To protect displaced women in Zalingei, she promoted joint patrols along farmlands to enable them to tend to their fields in peace and also trained nearly 95 per cent of the mission’s military contingent on critical protection issues, including sexual and gender-based violence.  

“Her enthusiastic hands-on approach made a profound difference for her colleagues and for the people of Darfur. Her efforts, commitment and passion represent an example for us all”, said the UN chief. 

Accepting the award, Major Nyaboga said, “I am so elated that our efforts in serving humanity have impact and didn’t go unnoticed”. 

Since 2016, the accolade has recognized an individual military peacekeeper who has promoted the principles of Security Council Resolution 1325 on Women, Peace, and Security in UN peace operations. 

 

UN development system responds with ‘solid score’ in face of COVID-19 test 

“In many ways, the COVID-19 crisis has shone a spotlight on international cooperation”, Secretary-General António Guterres told a meeting of the Economic and Social Council (ECOSOC) on Operational Activities for Development. 

Among other things the pandemic has exposed shortcomings in international financing and vaccine equity, but it has also highlighted the value and enormous potential of international cooperation for development.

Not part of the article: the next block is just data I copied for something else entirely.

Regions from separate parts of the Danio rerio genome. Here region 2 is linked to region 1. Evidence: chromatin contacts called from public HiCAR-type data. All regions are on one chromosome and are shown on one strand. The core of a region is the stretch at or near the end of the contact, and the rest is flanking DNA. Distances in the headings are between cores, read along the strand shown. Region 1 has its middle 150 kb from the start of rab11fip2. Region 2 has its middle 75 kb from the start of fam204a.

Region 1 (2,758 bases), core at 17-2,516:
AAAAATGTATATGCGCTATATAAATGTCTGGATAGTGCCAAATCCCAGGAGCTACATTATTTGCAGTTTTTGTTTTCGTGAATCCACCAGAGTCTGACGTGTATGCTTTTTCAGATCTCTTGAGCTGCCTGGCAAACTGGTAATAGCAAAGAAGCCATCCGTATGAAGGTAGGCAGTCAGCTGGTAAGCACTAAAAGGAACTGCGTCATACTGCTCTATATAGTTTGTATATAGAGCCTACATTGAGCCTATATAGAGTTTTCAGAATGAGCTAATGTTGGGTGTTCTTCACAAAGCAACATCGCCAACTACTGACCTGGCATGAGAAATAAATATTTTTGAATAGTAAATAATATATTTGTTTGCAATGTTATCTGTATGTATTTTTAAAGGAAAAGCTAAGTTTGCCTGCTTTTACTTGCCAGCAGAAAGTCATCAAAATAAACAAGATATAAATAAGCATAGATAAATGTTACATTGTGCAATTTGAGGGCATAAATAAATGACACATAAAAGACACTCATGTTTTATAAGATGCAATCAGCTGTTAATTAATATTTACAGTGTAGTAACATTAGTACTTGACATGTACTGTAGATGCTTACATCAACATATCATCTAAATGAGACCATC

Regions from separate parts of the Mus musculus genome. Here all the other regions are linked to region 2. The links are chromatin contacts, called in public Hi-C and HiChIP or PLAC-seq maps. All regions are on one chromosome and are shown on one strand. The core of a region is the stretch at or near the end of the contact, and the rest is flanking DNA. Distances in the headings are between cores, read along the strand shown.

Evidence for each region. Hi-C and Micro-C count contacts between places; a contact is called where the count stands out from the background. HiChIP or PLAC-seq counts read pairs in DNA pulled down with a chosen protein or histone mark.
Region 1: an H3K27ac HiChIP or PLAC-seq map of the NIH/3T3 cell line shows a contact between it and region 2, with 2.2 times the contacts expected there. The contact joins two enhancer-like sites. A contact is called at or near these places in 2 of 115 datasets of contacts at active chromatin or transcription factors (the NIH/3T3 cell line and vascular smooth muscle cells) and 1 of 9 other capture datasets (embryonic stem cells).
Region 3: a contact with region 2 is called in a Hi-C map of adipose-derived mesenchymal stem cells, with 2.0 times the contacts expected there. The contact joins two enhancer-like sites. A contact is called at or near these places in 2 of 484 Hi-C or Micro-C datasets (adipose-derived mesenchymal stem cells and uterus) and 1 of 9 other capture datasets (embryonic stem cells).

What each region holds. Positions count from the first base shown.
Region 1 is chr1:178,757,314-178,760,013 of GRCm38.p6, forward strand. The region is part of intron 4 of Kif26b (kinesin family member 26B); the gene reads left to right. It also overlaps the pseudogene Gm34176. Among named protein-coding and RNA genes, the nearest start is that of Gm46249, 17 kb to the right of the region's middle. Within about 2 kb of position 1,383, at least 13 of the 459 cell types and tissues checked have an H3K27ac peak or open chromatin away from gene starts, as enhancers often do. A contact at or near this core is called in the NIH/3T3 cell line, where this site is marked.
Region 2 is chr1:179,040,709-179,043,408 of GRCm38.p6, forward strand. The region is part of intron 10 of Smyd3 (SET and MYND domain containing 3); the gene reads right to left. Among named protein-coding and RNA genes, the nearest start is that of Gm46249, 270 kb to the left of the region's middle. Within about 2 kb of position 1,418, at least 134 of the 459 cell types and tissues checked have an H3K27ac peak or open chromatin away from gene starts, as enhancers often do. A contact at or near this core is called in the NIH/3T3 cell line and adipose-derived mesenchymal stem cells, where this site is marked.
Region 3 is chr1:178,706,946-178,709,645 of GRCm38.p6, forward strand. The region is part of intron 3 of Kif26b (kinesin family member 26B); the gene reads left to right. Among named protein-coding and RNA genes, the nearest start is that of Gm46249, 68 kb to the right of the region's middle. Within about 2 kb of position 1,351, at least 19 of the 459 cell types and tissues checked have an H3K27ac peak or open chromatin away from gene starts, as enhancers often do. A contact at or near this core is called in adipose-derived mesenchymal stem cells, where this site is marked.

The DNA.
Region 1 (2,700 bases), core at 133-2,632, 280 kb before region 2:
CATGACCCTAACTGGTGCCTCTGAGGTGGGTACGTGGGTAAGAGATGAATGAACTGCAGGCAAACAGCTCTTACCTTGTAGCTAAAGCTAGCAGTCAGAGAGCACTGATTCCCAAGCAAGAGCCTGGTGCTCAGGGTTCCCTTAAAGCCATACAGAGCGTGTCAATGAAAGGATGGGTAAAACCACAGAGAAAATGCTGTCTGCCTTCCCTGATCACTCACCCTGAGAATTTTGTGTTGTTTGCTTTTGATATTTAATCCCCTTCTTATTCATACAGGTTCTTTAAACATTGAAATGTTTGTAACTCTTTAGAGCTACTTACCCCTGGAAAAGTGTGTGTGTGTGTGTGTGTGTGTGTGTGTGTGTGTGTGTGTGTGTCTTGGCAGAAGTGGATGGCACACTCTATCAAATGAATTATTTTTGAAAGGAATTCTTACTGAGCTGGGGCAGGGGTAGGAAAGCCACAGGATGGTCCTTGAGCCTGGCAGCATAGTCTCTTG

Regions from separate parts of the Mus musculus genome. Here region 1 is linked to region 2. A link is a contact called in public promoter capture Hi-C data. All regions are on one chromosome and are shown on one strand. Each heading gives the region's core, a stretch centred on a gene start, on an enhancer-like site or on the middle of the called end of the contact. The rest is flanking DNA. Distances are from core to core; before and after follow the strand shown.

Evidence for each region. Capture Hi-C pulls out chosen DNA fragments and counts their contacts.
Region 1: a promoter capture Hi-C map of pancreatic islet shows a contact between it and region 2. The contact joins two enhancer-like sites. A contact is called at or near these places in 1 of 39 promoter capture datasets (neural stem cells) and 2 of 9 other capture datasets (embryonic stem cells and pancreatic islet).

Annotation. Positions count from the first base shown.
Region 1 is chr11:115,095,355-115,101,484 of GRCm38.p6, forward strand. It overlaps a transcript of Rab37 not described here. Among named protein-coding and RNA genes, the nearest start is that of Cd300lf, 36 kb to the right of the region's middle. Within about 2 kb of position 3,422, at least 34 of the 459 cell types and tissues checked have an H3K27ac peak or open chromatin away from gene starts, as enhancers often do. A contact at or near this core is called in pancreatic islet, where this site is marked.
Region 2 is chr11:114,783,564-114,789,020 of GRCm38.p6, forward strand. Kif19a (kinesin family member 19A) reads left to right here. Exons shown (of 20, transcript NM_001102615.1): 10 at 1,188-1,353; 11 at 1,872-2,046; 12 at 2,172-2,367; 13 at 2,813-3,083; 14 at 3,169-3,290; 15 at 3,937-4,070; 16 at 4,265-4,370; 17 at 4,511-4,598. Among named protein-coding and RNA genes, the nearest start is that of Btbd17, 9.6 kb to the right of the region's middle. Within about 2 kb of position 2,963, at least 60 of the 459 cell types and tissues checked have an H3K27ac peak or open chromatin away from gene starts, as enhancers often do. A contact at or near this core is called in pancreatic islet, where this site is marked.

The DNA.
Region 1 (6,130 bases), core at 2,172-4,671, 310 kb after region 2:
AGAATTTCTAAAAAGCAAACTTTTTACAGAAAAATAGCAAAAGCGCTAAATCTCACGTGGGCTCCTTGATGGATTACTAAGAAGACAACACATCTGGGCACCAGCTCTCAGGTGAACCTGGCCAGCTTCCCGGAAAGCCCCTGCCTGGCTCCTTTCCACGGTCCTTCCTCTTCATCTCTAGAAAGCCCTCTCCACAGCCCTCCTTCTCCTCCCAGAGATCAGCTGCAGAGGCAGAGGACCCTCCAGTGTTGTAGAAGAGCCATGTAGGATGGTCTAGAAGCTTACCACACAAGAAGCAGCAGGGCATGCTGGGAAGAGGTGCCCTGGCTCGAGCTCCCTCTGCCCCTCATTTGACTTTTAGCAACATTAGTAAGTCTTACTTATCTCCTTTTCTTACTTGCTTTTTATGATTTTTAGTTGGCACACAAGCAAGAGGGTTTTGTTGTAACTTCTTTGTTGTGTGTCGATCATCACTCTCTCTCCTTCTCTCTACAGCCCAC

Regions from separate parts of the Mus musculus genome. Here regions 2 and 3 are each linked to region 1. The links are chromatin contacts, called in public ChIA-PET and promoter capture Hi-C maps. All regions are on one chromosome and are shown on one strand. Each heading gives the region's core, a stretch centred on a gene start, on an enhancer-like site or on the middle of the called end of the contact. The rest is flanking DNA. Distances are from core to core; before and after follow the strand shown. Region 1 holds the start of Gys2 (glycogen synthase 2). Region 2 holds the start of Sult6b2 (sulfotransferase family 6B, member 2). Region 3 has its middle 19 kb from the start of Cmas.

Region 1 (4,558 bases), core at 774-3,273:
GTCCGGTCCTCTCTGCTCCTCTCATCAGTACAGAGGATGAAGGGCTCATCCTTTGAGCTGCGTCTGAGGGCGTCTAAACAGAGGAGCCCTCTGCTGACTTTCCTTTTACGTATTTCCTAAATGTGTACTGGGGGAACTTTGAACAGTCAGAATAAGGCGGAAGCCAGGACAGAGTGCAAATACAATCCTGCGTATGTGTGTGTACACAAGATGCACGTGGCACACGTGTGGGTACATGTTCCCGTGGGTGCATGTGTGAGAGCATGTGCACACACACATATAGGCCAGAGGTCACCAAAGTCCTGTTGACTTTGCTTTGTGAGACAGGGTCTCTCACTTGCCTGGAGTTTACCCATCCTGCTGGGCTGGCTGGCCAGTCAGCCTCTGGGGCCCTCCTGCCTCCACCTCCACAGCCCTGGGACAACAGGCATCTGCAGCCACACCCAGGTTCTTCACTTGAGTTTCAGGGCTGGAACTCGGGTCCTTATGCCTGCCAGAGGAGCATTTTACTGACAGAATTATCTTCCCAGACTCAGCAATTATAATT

‘Solid’ success 

The UN chief described the pandemic as a ‘litmus test’ for the new Resident Coordinator (RC) network, and repositioned UN development system that has passed “with a solid score”. 

More than 90 per cent of colleagues in capitals agreed that RCs have helped ensure a coherent UN response to the pandemic with national ownership, and more than 80 per cent confirmed success in targeting at-risk groups most hurt by the COVID crisis. 

The data suggest that governments agree that UN Country Teams are more relevant to their development needs; that RCs are more effective in leading Country Teams; and that they serve as a genuine entry point to access the UN system at the country level around the world, the top UN official said. 

UN ‘revolution’ of progress 

Over the past year, the UN has made progress on five key areas of reform, beginning with its Resident Coordinators and Country Teams, which Mr. Guterres said has sparked “a true revolution in the UN System” and supported the UN Sustainable Development Cooperation Framework towards achieving the Sustainable Development Goals (SDGs). 

Secondly, he noted that the UN is now better positioned for “more tailored responses to specific country contexts and to countries in special situations”. 

He said there had been progress in advancing a regional review and headway made on the Organization’s commitments to transparency and results. 

“We are making progress in securing more efficient business operations”, the UN chief said as his final point, giving the example of efficiency gains that should shift some $100 million to development activities. 

Crucial areas of work ahead